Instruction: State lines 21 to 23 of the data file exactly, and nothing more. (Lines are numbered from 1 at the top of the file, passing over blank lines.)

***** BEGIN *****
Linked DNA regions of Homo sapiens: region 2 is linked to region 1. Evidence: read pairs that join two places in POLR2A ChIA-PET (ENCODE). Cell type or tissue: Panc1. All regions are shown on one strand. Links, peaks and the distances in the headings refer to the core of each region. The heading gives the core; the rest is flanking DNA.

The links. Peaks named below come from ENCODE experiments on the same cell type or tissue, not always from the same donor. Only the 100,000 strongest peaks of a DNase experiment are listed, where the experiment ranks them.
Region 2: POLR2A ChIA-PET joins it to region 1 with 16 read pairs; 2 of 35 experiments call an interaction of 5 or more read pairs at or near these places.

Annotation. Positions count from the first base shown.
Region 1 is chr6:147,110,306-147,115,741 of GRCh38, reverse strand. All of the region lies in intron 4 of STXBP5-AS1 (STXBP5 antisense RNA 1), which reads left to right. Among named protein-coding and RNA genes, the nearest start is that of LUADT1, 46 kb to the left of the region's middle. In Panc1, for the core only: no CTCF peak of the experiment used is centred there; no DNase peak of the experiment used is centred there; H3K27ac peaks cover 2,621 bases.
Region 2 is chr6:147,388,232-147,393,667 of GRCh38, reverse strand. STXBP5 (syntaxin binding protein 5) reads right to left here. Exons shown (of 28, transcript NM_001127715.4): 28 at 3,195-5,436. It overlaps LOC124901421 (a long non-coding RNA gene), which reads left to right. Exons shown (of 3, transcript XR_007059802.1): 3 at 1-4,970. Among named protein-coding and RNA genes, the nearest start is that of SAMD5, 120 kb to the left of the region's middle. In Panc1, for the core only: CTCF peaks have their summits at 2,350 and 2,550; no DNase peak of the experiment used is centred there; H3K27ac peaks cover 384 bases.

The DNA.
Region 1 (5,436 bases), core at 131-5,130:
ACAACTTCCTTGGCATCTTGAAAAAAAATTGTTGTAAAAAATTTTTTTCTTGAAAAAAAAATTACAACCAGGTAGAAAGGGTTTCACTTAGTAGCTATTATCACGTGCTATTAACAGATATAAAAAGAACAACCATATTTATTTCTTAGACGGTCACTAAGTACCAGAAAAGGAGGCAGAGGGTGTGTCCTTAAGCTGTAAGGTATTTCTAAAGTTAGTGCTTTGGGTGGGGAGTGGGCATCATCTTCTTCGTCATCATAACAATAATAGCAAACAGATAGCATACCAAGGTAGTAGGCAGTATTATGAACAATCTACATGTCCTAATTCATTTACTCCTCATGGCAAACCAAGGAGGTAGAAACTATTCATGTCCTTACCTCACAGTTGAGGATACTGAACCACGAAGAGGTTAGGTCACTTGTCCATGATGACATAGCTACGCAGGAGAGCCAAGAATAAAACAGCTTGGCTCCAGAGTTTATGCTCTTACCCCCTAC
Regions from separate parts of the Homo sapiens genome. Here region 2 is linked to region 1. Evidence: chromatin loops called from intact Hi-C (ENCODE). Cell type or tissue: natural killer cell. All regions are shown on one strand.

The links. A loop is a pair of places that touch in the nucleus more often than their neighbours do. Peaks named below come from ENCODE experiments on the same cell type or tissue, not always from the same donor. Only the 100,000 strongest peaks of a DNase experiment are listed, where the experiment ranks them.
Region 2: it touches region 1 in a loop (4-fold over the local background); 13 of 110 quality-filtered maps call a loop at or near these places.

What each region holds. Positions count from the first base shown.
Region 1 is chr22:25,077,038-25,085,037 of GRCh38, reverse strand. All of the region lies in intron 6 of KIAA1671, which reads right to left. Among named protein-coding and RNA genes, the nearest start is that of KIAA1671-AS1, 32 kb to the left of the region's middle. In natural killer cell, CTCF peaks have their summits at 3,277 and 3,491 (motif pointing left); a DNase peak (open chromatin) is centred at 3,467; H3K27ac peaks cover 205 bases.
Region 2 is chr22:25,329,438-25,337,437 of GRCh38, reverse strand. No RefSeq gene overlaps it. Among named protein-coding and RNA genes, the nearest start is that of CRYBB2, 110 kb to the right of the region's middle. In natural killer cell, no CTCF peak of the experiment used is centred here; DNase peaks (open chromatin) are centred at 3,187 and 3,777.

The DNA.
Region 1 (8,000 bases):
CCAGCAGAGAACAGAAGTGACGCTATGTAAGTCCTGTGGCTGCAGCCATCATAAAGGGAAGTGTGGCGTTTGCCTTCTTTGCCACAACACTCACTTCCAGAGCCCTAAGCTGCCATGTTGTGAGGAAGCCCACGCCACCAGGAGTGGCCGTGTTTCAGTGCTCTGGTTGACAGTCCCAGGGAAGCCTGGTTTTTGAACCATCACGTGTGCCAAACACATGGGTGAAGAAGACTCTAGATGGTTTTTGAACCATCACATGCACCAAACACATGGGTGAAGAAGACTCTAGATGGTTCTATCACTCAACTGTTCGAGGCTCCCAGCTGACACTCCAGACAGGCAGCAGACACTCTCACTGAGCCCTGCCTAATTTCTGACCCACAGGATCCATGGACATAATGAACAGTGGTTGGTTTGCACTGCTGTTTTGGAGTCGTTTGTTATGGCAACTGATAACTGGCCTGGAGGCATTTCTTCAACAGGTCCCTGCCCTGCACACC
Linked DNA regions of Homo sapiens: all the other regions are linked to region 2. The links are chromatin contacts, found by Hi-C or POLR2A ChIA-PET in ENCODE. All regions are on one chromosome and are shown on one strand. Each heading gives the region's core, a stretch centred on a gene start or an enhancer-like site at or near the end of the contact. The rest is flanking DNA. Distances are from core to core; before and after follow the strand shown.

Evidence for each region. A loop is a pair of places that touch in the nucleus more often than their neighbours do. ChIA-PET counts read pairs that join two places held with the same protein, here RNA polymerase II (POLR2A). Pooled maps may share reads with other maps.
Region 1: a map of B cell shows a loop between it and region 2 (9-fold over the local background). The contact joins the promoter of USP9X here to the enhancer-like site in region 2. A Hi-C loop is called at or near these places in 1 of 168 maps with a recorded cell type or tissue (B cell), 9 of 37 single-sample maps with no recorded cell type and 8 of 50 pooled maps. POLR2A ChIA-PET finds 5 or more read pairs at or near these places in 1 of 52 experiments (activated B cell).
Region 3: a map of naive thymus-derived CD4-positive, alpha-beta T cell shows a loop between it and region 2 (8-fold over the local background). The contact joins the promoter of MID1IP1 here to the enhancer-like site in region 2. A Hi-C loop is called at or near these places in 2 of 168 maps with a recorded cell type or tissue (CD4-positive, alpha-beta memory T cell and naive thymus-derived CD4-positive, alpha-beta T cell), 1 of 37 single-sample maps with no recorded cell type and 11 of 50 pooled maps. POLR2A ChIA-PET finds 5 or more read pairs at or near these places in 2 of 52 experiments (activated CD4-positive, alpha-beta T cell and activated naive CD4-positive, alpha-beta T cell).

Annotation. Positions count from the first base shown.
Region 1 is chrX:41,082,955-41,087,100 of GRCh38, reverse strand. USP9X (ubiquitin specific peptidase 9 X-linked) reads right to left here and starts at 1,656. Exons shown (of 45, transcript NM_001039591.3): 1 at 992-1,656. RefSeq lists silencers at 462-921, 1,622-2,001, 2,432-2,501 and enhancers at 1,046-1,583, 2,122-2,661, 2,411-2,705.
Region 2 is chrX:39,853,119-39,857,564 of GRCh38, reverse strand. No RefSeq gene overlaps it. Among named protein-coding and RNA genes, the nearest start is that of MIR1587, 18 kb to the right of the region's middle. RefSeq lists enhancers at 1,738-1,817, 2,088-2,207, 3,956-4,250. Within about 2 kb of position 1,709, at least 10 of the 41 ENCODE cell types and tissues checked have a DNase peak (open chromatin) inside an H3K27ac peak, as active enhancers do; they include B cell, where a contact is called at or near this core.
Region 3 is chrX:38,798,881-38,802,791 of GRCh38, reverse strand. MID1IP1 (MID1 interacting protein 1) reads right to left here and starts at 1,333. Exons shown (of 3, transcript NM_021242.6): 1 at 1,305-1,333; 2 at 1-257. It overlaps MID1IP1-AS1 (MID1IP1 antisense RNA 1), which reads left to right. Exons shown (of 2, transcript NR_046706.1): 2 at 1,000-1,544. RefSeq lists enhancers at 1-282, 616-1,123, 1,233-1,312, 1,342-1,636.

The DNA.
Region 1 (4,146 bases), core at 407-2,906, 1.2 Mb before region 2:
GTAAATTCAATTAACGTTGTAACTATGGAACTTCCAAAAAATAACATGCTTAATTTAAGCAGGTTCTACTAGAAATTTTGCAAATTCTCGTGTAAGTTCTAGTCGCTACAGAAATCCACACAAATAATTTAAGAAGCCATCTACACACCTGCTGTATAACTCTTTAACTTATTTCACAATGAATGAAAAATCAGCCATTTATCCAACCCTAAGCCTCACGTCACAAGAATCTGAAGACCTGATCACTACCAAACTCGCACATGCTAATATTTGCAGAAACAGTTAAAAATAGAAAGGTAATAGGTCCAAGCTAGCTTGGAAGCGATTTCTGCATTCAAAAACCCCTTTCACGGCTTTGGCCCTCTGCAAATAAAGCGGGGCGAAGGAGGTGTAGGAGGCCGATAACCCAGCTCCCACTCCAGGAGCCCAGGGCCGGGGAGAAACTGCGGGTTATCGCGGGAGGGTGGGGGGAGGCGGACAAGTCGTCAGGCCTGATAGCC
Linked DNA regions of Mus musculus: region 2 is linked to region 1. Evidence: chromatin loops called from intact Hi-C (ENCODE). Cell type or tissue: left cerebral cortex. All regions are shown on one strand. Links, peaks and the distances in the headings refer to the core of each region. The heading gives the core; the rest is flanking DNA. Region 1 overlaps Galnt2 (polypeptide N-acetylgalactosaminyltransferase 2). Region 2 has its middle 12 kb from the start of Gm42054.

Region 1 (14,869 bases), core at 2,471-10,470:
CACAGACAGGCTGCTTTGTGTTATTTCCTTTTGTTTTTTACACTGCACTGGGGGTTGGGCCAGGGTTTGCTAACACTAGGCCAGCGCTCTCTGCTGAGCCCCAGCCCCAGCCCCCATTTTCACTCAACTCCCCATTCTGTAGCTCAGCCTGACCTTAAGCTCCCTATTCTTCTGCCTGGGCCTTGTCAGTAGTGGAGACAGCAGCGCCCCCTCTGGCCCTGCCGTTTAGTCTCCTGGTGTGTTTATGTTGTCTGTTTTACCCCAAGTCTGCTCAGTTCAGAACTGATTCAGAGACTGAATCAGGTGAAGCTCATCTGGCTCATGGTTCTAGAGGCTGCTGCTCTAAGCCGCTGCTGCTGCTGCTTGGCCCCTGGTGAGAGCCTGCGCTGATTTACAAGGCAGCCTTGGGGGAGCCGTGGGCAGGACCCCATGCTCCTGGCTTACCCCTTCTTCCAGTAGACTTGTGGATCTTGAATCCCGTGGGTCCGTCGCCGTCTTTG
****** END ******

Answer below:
Region 1: a map of B cell shows a loop between it and region 2 (9-fold over the local background). The contact joins the promoter of USP9X here to the enhancer-like site in region 2. A Hi-C loop is called at or near these places in 1 of 168 maps with a recorded cell type or tissue (B cell), 9 of 37 single-sample maps with no recorded cell type and 8 of 50 pooled maps. POLR2A ChIA-PET finds 5 or more read pairs at or near these places in 1 of 52 experiments (activated B cell).
Region 3: a map of naive thymus-derived CD4-positive, alpha-beta T cell shows a loop between it and region 2 (8-fold over the local background). The contact joins the promoter of MID1IP1 here to the enhancer-like site in region 2. A Hi-C loop is called at or near these places in 2 of 168 maps with a recorded cell type or tissue (CD4-positive, alpha-beta memory T cell and naive thymus-derived CD4-positive, alpha-beta T cell), 1 of 37 single-sample maps with no recorded cell type and 11 of 50 pooled maps. POLR2A ChIA-PET finds 5 or more read pairs at or near these places in 2 of 52 experiments (activated CD4-positive, alpha-beta T cell and activated naive CD4-positive, alpha-beta T cell).

Annotation. Positions count from the first base shown.